rhree I chapter

You cannot rcmo'e tlre cancerous resior.rrvithout the patient's approval. This is true evcn if the physicianis sincere,tale'ted, accurate,and helpful. f'his is truc eve' if the procedure will savethe patient's life, unlessthe illnessis an emergencyr'n an unconscrotrspatrelt. Beneficcnce does not elirninate the need for informed consent. lf you live in a very messy apartlnent your neighbor cannot break into your apartment to clean it el,enif he doesn,t steal anvthil.lg.You must col]sent to the cleaning. His good intcntions are not as important as your right to do what you wanl n'ith your otvn property.





DECISIONS MADE WHENCOMPETENT AREVATID WHENCAPACITY ISTOST We must respectthe last known wishes of a patient if she losesthe capactty to con]munlcate and state those r'r'ishes.Although it is preferable to have thc patient's last k'own wishes docunented in writing, following verbally expressedwishes is perfectly valid. oral co'sent is valid for arry level ofproceclure if the orar consert can be pro'en. The basisfor varidit). of oral or written conscnt is not whctrrerthe procedureis large or small. Ir.rother words, it is

T p

not thc casetltat oral conscnt is valid for a stgmoicloscopybut a brain biopsy requires writ_ tcn consent. A patient cal.tgive oral consent tbr ir heart transplant if the patient is unable 'l'he to *'rite. onlv diffrculty is that if challenged, orally exprcssedwishes for treatnrent are more difficult to prove than lvritten ones.

P n tl

For example, a 42-ycar-old nran with leukemia repeatcdly refuseschenrotherapy. He loses consciousless and his rnother tclls you to givc the chentotherapy. What


should you tell l.rer?

You must rcspect the l.st kntxvn rvishcsof thc patient. If the paticr.rtcloesnot wa't a treatment, you cannot iust $'irit for him to lose consciousness and then perfornt the treatmcnt.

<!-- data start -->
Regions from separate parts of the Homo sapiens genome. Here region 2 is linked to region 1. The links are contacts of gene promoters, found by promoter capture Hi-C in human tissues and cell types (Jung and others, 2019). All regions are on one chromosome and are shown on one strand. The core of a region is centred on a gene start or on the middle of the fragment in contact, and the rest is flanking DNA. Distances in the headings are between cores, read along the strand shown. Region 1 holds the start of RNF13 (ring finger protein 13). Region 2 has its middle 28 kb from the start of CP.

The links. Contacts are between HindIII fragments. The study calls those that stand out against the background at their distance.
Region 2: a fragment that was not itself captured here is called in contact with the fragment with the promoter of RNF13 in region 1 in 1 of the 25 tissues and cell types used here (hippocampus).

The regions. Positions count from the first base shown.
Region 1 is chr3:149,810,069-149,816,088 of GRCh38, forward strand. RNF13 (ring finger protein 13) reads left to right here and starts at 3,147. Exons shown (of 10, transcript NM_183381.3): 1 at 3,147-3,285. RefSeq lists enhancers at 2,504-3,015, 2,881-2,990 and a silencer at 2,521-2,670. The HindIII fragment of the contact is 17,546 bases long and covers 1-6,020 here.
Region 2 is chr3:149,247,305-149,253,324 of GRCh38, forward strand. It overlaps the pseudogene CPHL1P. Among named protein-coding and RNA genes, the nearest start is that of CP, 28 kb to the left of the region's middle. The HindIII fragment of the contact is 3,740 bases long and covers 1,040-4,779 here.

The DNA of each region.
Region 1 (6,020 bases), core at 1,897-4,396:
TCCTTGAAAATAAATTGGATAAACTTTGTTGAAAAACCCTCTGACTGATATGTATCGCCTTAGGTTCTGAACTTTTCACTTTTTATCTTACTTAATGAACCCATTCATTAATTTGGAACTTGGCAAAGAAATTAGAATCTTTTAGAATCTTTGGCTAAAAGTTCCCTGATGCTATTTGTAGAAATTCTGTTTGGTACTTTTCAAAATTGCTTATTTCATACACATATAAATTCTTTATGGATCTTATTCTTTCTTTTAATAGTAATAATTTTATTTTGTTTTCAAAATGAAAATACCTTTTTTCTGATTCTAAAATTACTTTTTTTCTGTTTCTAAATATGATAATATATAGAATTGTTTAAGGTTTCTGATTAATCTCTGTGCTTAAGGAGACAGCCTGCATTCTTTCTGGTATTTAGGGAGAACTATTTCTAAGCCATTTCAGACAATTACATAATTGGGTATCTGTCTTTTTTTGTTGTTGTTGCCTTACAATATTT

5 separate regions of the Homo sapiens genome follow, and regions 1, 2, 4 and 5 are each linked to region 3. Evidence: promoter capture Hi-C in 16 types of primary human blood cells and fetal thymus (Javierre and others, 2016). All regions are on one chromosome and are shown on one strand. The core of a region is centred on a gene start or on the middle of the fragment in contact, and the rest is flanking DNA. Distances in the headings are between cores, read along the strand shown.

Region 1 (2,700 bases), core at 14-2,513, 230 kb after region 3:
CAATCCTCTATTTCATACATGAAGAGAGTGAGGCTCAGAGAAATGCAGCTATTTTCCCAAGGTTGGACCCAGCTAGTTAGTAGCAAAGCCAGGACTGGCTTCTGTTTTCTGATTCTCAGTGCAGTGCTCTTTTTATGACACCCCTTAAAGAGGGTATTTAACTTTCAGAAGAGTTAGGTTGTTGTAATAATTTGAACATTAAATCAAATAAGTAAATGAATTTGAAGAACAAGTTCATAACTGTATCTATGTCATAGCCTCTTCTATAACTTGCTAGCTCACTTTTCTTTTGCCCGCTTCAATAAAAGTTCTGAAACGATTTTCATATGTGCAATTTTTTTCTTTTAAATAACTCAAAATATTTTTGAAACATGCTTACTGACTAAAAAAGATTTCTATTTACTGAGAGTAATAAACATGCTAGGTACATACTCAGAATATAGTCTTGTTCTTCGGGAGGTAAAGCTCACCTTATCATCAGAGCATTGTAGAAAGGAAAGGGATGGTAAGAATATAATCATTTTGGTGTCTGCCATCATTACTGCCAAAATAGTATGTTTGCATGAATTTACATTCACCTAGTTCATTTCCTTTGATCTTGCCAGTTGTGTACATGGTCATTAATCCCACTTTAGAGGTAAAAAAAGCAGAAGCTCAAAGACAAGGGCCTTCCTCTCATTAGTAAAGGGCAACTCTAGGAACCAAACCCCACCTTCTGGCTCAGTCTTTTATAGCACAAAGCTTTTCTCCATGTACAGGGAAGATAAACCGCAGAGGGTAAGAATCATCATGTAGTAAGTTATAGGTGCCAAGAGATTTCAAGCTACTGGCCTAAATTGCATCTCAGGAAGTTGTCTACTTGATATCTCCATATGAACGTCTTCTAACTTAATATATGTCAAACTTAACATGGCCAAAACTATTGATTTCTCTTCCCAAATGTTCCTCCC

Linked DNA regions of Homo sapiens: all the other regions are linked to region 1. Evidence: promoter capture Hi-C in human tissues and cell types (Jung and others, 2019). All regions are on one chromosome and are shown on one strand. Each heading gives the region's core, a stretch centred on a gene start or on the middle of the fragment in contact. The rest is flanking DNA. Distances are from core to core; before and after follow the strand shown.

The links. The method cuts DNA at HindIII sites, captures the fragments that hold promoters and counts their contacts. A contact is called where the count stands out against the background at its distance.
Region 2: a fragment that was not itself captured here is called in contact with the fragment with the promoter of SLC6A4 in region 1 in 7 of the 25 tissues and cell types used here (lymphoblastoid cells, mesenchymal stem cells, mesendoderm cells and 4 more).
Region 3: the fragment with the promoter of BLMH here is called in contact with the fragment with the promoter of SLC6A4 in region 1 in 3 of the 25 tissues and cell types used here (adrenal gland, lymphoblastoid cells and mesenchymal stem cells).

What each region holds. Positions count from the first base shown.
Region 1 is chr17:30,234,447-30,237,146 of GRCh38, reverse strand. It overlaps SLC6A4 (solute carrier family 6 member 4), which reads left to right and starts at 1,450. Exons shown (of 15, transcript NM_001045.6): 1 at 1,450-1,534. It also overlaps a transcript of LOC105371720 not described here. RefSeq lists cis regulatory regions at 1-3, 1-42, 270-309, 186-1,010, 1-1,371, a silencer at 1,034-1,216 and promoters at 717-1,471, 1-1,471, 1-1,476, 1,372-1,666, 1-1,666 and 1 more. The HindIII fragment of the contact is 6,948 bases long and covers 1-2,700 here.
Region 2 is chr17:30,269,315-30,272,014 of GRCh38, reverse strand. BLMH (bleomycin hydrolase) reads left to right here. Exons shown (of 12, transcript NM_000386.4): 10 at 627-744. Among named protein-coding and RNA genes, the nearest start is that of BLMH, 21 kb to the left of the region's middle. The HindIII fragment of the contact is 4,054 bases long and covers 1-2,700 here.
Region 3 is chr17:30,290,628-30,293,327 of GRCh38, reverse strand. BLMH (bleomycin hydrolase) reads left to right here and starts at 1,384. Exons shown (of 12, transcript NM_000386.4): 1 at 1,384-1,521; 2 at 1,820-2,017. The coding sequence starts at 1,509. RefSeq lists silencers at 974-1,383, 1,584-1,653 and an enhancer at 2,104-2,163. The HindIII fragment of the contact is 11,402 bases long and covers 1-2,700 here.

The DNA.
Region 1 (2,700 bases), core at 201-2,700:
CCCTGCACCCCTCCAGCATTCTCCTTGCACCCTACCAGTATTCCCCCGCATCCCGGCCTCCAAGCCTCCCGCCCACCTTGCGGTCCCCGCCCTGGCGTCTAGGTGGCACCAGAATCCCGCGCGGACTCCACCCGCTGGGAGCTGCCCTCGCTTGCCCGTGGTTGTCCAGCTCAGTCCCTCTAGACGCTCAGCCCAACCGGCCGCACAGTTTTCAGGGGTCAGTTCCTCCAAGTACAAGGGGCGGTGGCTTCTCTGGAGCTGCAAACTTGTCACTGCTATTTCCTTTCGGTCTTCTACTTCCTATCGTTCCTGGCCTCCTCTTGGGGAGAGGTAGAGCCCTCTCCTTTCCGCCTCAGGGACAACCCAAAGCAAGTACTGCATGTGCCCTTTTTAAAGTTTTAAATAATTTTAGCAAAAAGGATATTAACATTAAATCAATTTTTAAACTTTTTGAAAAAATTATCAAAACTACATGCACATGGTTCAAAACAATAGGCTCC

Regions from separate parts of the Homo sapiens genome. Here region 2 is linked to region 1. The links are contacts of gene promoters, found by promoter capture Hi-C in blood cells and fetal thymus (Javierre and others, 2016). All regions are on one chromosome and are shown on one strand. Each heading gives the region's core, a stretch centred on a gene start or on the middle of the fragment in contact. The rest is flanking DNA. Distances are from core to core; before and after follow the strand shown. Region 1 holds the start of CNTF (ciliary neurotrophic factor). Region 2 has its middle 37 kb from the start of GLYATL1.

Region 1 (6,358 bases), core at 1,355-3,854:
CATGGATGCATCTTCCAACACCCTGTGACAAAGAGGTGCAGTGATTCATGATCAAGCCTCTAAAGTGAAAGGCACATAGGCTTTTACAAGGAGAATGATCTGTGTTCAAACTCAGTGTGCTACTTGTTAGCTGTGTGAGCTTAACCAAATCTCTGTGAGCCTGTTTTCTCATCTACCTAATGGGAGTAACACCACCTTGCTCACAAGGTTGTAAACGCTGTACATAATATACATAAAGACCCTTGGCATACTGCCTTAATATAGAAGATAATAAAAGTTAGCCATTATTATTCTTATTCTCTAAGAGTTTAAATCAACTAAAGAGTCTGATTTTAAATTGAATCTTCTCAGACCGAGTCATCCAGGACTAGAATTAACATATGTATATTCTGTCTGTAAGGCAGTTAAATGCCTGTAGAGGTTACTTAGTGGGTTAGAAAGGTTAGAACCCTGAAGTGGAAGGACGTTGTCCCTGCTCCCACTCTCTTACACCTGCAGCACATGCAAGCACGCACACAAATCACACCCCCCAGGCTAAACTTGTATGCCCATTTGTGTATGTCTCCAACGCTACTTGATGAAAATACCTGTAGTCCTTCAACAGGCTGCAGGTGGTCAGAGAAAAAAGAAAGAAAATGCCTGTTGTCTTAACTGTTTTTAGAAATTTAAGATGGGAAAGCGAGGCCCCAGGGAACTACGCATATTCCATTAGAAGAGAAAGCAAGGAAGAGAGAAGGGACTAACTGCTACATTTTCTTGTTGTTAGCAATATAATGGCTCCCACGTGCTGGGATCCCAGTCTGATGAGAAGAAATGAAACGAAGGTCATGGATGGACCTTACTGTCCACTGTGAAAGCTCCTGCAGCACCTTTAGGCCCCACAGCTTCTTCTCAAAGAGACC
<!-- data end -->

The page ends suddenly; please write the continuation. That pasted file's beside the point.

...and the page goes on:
T s o

If this rverepermissible,ther no one courd have an estatewiI. The ultimate form of ross of decisitur naking capacitv is death. \,Veurarkeout a will so that when rve lose the capac_ ity to speuk for ourselr.es,our wishes for rvhat to do with our property are respected after cleath.

For example, a 64-ycar-old \\roman accontpanied by her husband comes to the emergency room seeking treatment for chest pain. The patient clearJy tells you that she wants to have her aorta repaired and she signs consent for the procedure. She later becomes hypoter.rsiveand loses consciousness.Her l.rusbandis now the decision maker and says,"Let her die.,,What do you tell him? I(A9IAN




Informed consent I

e eyell


A patientt family member cannot wait for her to lose consciousness and then go against thepatient'sprevrous\ expressedwishes regarding treatments and procedures. In the case above,becausethe patient exprcssedthat she woulcr rike to have her aorta repaired her husbandcannotgo againstthis after shc losesconsciousness. The samereasoningholds true if a patient refusesa procedure or treatnent and then losescolrsciousDess.

:edure rtient. messy oesn't )rtant

CONSENT ISIMPTIED IN ANEMERGENCY For example, a sO-year old construction worker arrives at the emergency room by ambulance after an accident lacerating his arm. He has lost so much blood he rs unconscious. There is no family member available to sign consent.What should you do?

LlCate lshes rsent ty of

Thc management of an emergency is different. Consent is implied rn an emergency for a patientwithout the capacity to speak for himsell This would not apply to a terminally ill patientwith a pre existing DNR order Neither a court order, nor a hospital administrator, nor the ethics committee is re